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In the United States, Election Day is the annual day set by law for the general elections of federal public officials. It is statutorily set by the Federal Government as “the Tuesday next after the first Monday in the month of November” equaling the Tuesday occurring within November 2 to November 8.
For federal offices (president, vice president, and United States Congress) and most gubernatorial offices (all except for Kentucky, Louisiana, Mississippi, New Jersey, and Virginia), Election Day occurs only in even-numbered years. Presidential elections are held every four years, in years divisible by four, in which electors for president and vice president are chosen according to the method determined by each state. Elections to the US House of Representatives and the US Senate are held every two years; all representatives are elected to serve two-year terms and are up for election every two years, while senators serve six-year terms, staggered so that one third of senators are elected in any given general election. General elections in which presidential candidates are not on the ballot are referred to as midterm elections. Terms for those elected begin in January the following year; the president and vice president are inaugurated (sworn in) on Inauguration Day, which is usually January 20.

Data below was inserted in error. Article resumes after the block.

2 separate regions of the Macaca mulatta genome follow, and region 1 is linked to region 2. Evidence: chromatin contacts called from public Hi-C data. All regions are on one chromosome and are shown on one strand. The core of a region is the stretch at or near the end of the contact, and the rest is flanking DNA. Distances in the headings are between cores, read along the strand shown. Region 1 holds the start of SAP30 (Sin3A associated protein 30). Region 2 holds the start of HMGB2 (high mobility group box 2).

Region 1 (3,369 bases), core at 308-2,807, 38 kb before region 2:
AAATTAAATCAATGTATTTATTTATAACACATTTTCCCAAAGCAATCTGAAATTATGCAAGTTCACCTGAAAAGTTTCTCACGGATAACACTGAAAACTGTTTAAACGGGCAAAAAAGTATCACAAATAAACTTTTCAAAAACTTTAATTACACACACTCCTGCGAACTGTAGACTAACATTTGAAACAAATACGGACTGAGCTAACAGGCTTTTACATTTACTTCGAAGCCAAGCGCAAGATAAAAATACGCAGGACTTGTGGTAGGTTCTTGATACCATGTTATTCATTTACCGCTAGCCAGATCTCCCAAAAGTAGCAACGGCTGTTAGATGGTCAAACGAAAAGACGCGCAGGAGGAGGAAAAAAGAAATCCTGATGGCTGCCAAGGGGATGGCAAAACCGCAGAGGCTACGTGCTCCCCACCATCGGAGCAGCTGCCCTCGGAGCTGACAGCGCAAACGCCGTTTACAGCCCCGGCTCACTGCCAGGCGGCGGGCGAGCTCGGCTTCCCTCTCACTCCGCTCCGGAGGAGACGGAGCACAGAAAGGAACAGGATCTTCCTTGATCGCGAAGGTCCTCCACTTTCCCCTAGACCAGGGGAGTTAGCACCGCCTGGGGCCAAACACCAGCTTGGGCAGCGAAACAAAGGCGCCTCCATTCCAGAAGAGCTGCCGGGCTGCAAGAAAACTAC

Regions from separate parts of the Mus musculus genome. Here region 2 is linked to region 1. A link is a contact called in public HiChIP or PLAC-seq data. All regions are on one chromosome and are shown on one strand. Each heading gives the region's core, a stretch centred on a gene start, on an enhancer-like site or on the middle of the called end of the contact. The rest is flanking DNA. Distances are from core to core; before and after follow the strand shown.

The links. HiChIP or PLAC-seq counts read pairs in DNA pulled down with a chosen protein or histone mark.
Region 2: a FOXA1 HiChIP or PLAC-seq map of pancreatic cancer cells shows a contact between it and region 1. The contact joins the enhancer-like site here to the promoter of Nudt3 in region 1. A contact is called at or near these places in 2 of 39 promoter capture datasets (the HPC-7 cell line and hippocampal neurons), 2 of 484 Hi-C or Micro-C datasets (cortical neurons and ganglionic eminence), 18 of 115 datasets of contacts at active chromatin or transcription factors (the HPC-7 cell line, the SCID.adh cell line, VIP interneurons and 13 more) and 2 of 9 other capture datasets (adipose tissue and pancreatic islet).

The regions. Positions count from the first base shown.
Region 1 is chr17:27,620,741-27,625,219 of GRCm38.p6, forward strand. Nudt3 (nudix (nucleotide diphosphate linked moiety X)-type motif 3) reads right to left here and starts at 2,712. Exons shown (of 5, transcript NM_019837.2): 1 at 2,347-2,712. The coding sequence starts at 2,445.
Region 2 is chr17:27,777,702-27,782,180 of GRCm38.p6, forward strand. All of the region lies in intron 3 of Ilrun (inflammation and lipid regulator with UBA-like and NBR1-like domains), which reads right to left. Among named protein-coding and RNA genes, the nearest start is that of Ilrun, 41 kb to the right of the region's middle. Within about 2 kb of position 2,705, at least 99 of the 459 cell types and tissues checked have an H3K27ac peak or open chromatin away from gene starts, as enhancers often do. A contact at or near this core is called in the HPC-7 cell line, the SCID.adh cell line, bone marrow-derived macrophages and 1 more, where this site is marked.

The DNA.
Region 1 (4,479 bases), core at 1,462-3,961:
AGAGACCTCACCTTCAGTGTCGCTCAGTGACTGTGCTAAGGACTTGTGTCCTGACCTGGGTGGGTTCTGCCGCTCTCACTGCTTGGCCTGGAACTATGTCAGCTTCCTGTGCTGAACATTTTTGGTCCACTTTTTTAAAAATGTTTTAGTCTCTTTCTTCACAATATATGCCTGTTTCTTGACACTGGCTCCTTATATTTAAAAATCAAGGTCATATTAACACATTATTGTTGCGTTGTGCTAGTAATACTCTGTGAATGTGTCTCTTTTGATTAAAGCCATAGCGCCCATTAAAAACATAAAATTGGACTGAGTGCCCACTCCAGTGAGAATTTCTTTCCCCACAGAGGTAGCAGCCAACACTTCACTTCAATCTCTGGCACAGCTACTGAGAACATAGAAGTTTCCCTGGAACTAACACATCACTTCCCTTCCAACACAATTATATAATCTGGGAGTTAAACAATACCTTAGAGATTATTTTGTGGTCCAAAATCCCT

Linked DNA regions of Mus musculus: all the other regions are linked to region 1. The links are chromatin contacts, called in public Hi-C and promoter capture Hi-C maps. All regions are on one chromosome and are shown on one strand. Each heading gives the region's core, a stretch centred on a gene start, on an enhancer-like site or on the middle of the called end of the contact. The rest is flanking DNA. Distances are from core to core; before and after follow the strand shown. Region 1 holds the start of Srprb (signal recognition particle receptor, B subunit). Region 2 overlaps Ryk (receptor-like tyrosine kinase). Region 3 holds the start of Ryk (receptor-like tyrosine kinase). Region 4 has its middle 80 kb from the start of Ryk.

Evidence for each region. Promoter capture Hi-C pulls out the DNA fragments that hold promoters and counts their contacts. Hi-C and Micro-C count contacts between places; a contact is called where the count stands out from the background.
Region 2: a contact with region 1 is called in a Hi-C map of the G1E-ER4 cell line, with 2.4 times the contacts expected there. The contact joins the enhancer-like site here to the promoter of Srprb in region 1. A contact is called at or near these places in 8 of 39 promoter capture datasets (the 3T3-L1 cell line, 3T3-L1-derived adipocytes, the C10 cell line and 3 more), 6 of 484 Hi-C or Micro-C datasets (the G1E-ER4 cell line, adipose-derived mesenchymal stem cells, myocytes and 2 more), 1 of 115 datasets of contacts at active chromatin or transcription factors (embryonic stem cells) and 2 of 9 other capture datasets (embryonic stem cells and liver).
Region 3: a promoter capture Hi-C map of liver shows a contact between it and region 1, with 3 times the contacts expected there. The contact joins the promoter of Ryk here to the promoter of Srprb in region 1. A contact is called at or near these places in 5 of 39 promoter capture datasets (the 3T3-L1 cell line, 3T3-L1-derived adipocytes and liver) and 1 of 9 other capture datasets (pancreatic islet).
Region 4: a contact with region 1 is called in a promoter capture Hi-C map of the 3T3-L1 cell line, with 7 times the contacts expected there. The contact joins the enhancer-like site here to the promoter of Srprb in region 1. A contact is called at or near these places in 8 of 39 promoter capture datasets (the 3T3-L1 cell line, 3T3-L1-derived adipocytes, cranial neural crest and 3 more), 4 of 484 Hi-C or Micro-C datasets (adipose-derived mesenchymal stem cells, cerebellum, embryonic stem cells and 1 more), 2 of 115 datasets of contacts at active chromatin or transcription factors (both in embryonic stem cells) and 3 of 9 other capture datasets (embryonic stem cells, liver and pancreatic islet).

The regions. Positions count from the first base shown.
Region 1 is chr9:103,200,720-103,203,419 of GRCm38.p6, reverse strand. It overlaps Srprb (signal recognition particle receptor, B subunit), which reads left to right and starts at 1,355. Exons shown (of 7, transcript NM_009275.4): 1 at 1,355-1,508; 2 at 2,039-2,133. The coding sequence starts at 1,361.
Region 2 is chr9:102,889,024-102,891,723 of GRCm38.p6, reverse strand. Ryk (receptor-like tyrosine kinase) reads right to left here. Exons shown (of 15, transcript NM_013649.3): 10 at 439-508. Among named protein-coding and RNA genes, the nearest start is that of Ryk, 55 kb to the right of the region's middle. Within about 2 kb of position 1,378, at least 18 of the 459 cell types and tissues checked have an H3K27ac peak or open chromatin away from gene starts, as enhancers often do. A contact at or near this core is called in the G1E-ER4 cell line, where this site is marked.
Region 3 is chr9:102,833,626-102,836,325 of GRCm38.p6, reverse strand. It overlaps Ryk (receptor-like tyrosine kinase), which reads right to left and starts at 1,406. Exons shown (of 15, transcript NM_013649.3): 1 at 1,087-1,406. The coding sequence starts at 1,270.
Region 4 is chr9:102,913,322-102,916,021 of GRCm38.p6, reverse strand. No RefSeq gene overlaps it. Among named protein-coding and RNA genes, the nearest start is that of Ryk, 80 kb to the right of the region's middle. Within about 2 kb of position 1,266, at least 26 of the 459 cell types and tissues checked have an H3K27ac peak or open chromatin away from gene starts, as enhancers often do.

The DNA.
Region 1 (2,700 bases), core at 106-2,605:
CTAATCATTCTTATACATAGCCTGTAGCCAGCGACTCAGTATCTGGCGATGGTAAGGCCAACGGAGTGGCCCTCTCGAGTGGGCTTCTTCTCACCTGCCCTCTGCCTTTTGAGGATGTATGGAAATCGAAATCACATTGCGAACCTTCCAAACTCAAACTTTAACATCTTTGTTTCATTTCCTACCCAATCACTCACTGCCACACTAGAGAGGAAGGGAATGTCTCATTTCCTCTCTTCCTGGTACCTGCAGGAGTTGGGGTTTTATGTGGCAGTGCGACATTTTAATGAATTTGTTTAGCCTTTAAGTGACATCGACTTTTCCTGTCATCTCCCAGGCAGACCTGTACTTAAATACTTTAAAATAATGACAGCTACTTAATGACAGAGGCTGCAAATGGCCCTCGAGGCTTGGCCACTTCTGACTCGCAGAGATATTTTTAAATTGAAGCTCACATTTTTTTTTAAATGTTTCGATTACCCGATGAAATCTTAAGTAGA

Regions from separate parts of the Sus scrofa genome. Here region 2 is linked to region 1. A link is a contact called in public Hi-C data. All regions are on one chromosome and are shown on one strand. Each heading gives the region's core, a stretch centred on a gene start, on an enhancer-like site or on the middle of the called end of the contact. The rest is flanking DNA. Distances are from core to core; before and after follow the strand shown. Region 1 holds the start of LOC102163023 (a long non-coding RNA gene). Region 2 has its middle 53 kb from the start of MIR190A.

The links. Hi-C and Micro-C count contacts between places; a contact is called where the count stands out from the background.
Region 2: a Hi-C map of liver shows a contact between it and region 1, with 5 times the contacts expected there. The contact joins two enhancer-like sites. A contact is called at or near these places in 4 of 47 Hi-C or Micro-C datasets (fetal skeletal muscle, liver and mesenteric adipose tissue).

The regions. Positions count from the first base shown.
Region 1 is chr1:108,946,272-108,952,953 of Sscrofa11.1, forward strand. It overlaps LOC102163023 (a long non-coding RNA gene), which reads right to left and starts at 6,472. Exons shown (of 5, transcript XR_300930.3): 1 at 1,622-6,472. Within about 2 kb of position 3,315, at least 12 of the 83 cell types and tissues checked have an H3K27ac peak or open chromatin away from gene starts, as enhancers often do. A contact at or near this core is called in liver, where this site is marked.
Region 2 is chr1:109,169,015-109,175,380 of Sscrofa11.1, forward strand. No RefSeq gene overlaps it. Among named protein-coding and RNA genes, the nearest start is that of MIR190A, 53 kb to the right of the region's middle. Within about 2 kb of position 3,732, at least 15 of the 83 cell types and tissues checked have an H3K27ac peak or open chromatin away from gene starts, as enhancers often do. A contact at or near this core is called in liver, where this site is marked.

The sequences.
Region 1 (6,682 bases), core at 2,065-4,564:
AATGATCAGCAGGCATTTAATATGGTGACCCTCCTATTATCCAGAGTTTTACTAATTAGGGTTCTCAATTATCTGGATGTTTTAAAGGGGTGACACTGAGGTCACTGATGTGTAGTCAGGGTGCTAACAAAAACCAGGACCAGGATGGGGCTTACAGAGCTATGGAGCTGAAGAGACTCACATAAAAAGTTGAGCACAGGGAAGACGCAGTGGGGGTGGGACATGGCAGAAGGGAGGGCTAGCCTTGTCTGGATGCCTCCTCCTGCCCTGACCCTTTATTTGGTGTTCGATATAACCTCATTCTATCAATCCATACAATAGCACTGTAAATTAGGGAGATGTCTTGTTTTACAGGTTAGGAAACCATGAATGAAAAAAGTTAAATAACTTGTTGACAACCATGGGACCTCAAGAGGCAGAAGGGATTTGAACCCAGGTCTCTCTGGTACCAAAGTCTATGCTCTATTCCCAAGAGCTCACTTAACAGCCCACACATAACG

Many state and local government offices are also elected on Election Day as a matter of convenience and cost saving, although a handful of states hold elections for state offices (such as governor) during odd-numbered off years, or during other even-numbered midterm years, and may hold special elections for offices that have become vacant. Congress has mandated a uniform date for presidential (3 U.S.C. § 1) and congressional (2 U.S.C. § 1 and 2 U.S.C. § 7) elections, though early voting is nonetheless authorized in many states, and states also have mail voting procedures.
The fact that Election Day falls on a Tuesday has become controversial in recent decades, as many people might be unable to vote because of their job. It is a public holiday in some states, including Delaware, Hawaii, Illinois, Kentucky, Louisiana, Montana, New Jersey, New York, Virginia, West Virginia, as well as the territory of the Northern Mariana Islands and Puerto Rico. Some other states require that workers be permitted to take time off with pay. California requires that employees otherwise unable to vote must be allowed two hours off with pay, at the beginning or end of a shift. A federal holiday called Democracy Day, to coincide with Election Day, has been proposed, and some have proposed moving election day to the weekend. Other movements in the IT and automotive industries encourage employers to voluntarily give their employees paid time off on Election Day.
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